The 15 Best REITs for Retirement Income

Few asset classes are better suited to retirement portfolios than real estate.

Modern condo building and parking lot
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Few asset classes are better suited to retirement portfolios than real estate. If managed sensibly, a portfolio of real estate investment trusts (REITs) can provide a steady stream of retirement income that will last a lifetime.

To start, REITs are incentivized by the tax code to pay outsize dividends. REITs pay no corporate tax at the federal level so long as they distribute at least 90% of their taxable income to their investors as dividends. The U.S. corporate tax rate is a punishing 35%, so we’re talking about a lot of extra cash.

But a good retirement income portfolio needs more than just a high dividend yield. You also want rock-solid stability. If you intend to live on cash from your investments, you can’t afford to suffer a dividend cut or a major business setback. So your best REITs for retirement will tend to be moderate yielders in stable, non-cyclical subsectors. Experience also counts for a lot here – you typically want to trust REITs that have survived a recession or two with their dividends intact.

Today, we’re going to look at 15 of the very best REITs to generate long-term retirement income. You’ll notice certain areas are missing, such as malls and office buildings; these are too sensitive to economic swings, and their biggest players slashed dividends during the 2007-09 meltdown and aftermath. Instead, you’ll find 15 reliable companies that should continue paying their dividends like clockwork, come what may in the economy.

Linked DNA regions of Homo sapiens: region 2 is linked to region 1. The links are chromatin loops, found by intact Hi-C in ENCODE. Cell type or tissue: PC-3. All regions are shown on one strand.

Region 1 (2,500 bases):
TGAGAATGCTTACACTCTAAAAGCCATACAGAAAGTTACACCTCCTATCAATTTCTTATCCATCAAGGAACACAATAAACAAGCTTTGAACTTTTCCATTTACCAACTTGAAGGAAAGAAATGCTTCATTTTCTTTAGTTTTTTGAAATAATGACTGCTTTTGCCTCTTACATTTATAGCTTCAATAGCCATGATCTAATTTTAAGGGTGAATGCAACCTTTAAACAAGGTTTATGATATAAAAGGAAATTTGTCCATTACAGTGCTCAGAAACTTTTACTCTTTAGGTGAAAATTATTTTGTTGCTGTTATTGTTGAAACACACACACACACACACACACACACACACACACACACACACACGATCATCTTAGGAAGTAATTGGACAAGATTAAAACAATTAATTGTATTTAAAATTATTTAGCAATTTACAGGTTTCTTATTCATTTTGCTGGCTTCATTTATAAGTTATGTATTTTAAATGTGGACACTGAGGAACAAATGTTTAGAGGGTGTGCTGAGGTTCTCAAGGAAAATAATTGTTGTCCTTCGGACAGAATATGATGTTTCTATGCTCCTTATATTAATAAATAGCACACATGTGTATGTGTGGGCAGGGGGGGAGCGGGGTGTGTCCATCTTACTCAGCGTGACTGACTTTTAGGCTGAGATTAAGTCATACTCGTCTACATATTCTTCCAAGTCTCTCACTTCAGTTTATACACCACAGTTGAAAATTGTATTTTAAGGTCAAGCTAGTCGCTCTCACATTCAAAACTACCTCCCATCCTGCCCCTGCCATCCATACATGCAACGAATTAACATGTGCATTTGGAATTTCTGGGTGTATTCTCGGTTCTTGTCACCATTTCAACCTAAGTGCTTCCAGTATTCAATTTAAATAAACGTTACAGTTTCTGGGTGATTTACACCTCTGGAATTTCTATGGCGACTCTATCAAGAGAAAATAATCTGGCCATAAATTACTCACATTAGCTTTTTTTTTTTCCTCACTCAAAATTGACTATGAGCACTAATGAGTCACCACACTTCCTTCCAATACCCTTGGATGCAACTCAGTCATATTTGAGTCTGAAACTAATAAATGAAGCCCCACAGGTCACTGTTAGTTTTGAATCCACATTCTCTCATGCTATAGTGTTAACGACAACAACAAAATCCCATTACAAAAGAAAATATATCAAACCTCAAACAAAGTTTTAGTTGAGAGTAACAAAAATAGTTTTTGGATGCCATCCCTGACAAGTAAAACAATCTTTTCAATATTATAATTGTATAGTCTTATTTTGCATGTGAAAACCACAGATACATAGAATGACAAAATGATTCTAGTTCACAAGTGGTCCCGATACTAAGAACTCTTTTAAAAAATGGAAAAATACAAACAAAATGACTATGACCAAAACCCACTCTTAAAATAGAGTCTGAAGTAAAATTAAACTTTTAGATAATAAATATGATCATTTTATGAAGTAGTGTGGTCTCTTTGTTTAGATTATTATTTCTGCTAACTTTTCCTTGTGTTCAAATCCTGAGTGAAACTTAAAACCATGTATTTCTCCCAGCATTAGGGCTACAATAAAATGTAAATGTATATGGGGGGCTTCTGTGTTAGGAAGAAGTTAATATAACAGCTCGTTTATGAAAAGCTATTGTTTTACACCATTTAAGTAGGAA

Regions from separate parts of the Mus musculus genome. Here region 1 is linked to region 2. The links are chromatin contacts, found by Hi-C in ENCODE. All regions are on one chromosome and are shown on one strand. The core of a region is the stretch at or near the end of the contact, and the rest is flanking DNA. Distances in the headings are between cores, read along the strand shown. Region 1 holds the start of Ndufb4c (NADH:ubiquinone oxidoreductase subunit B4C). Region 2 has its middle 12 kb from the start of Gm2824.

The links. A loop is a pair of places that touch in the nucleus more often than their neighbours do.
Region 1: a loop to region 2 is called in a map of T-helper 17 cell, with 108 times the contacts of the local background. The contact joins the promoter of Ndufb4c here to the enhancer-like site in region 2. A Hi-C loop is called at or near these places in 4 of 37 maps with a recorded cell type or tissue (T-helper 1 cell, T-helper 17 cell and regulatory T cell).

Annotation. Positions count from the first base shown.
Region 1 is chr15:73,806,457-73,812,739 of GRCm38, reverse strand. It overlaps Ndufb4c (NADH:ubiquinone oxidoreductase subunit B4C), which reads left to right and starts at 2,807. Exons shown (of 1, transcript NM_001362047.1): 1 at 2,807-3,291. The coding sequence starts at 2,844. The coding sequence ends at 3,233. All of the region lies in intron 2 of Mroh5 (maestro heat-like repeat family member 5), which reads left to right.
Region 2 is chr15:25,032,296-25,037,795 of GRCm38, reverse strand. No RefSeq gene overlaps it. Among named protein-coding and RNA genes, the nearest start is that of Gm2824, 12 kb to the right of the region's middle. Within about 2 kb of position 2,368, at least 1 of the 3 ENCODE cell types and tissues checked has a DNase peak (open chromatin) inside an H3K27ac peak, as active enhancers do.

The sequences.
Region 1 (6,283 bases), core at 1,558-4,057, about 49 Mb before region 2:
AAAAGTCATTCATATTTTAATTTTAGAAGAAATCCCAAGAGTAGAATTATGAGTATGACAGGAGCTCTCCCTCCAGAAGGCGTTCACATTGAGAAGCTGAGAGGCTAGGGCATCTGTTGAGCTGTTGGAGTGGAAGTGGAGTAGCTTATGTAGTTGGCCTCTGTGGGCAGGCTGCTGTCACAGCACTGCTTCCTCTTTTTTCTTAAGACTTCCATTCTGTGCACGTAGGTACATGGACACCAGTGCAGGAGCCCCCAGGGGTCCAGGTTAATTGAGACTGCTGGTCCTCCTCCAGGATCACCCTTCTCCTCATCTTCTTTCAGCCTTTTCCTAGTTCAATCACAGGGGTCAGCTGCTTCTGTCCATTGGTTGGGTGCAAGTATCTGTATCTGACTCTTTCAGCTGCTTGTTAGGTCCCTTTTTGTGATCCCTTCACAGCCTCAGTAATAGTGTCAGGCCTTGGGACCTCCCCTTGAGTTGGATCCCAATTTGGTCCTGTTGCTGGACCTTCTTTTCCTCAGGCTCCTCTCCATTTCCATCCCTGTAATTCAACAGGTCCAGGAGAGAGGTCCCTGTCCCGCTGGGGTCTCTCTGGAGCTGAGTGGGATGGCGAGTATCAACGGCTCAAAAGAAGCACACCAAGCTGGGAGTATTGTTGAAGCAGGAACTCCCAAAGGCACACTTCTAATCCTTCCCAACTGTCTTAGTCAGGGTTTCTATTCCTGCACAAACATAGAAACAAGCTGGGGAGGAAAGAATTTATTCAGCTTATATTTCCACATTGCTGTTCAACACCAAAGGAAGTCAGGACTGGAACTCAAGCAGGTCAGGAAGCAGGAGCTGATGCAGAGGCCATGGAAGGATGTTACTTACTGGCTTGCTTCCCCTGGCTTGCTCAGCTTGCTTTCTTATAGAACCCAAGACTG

Data is as of Nov. 21, 2017. Dividend yields are calculated by annualizing the most recent quarterly payout and dividing by the share price. Click on ticker-symbol links in each slide for current share prices and more.

Charles Lewis Sizemore, CFA
Contributing Writer,

Charles Lewis Sizemore, CFA is the Chief Investment Officer of Sizemore Capital Management LLC, a registered investment advisor based in Dallas, Texas, where he specializes in dividend-focused portfolios and in building alternative allocations with minimal correlation to the stock market.